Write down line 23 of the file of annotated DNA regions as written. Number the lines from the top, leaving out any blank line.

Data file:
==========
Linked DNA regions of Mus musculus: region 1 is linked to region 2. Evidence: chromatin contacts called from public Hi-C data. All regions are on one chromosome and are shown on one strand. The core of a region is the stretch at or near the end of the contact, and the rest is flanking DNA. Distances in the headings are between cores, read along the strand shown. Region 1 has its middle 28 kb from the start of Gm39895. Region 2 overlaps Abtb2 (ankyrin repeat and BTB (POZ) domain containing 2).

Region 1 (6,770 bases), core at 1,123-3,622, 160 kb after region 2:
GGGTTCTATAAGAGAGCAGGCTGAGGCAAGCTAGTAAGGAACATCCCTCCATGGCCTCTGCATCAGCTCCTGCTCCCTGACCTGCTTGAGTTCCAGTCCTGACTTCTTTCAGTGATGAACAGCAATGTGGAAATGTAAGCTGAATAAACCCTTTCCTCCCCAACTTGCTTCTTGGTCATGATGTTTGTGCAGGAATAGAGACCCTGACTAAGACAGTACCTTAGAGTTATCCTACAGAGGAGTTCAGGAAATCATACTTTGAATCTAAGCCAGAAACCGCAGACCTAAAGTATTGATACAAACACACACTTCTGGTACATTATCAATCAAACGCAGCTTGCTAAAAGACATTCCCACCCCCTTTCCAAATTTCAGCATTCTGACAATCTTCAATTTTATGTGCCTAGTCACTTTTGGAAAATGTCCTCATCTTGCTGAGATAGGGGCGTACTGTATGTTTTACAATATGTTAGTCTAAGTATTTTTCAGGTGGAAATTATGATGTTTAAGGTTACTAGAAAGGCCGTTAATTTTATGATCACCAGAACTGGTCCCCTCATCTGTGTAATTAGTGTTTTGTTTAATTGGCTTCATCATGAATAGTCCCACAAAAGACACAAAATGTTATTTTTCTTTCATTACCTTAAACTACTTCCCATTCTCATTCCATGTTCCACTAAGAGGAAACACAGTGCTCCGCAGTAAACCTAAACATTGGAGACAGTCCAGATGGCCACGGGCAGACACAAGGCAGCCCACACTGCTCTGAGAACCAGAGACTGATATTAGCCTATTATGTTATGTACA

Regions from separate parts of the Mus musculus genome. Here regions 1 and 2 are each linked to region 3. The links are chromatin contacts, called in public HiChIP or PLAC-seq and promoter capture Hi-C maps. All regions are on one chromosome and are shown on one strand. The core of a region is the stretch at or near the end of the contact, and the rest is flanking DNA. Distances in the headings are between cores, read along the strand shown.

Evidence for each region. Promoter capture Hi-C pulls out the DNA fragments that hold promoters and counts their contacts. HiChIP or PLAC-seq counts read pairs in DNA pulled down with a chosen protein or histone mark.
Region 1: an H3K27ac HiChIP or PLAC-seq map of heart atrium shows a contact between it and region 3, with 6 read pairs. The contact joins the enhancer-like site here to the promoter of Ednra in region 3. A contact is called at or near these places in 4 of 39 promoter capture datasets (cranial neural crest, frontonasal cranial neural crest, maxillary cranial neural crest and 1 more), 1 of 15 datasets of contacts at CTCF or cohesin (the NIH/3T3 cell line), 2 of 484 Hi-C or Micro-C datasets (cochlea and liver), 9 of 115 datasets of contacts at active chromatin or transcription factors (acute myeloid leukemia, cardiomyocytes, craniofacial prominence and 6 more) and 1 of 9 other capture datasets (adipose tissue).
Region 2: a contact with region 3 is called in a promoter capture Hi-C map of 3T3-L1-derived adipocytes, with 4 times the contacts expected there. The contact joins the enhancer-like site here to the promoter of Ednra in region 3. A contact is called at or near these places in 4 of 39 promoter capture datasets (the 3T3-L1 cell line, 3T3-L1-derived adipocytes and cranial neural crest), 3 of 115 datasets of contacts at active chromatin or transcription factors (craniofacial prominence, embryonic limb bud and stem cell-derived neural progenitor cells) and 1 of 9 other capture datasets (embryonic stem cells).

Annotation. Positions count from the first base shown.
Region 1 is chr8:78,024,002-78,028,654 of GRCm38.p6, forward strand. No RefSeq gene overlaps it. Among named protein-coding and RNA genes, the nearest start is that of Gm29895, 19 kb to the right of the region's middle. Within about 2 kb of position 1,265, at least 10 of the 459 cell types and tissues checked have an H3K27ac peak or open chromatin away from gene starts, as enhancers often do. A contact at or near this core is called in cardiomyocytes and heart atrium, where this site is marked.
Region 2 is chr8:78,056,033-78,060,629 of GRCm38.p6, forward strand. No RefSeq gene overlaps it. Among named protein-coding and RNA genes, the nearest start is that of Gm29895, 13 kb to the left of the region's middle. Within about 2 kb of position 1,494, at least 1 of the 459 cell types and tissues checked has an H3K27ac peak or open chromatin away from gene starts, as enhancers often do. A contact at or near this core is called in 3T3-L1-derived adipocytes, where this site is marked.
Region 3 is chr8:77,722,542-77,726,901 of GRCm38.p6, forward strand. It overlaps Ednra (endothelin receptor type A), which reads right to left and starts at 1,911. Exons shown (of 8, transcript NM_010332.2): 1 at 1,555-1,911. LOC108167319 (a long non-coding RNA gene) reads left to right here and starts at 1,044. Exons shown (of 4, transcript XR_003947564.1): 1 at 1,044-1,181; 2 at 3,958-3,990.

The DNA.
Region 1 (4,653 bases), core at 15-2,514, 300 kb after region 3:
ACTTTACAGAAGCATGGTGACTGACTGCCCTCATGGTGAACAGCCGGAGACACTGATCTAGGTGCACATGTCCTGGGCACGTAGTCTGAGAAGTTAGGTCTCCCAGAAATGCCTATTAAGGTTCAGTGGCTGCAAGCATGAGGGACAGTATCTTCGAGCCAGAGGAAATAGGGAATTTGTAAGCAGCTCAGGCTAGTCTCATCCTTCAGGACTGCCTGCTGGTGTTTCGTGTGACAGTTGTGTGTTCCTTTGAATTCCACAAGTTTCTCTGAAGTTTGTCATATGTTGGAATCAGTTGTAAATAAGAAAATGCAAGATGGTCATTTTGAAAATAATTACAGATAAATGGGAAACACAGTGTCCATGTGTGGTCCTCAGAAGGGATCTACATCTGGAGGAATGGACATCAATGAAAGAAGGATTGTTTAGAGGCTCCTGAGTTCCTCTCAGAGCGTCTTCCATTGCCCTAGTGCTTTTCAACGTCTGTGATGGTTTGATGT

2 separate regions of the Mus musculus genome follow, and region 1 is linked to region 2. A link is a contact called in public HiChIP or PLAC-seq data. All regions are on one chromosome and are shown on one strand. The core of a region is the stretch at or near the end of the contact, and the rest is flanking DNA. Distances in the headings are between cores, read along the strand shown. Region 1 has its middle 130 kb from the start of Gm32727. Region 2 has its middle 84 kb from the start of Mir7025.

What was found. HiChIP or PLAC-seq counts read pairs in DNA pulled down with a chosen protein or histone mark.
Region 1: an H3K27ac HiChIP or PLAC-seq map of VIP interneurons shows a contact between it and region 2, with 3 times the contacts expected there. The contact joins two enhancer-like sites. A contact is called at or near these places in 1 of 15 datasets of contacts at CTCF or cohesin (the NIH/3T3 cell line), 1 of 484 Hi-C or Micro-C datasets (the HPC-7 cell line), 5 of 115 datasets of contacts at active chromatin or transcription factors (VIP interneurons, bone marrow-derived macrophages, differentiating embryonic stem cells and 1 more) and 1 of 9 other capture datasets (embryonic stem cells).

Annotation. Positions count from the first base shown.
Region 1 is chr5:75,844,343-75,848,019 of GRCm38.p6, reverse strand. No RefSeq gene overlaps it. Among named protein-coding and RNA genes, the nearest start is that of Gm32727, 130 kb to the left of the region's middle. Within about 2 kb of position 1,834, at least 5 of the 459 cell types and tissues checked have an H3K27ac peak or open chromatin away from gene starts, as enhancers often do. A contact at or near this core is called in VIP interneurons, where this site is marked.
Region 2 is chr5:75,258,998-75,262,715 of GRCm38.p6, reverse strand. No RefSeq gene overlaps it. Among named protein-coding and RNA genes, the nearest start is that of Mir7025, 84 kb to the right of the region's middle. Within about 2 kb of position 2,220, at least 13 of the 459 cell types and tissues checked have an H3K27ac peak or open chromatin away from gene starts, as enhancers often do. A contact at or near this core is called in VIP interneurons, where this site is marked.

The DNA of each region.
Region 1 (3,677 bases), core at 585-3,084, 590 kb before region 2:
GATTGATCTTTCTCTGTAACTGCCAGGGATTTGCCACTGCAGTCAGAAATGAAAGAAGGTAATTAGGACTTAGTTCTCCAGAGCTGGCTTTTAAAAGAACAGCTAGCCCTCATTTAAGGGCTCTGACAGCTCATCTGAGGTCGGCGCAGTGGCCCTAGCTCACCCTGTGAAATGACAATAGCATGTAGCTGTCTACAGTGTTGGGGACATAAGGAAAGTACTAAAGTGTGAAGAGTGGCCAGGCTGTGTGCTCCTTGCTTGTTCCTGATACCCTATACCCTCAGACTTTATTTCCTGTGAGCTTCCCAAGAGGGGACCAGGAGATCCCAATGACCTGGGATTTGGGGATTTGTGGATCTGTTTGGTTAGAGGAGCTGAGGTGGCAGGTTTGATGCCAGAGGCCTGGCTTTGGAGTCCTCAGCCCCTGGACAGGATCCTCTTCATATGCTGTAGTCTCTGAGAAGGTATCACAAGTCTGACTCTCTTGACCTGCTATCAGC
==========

GATTGATCTTTCTCTGTAACTGCCAGGGATTTGCCACTGCAGTCAGAAATGAAAGAAGGTAATTAGGACTTAGTTCTCCAGAGCTGGCTTTTAAAAGAACAGCTAGCCCTCATTTAAGGGCTCTGACAGCTCATCTGAGGTCGGCGCAGTGGCCCTAGCTCACCCTGTGAAATGACAATAGCATGTAGCTGTCTACAGTGTTGGGGACATAAGGAAAGTACTAAAGTGTGAAGAGTGGCCAGGCTGTGTGCTCCTTGCTTGTTCCTGATACCCTATACCCTCAGACTTTATTTCCTGTGAGCTTCCCAAGAGGGGACCAGGAGATCCCAATGACCTGGGATTTGGGGATTTGTGGATCTGTTTGGTTAGAGGAGCTGAGGTGGCAGGTTTGATGCCAGAGGCCTGGCTTTGGAGTCCTCAGCCCCTGGACAGGATCCTCTTCATATGCTGTAGTCTCTGAGAAGGTATCACAAGTCTGACTCTCTTGACCTGCTATCAGC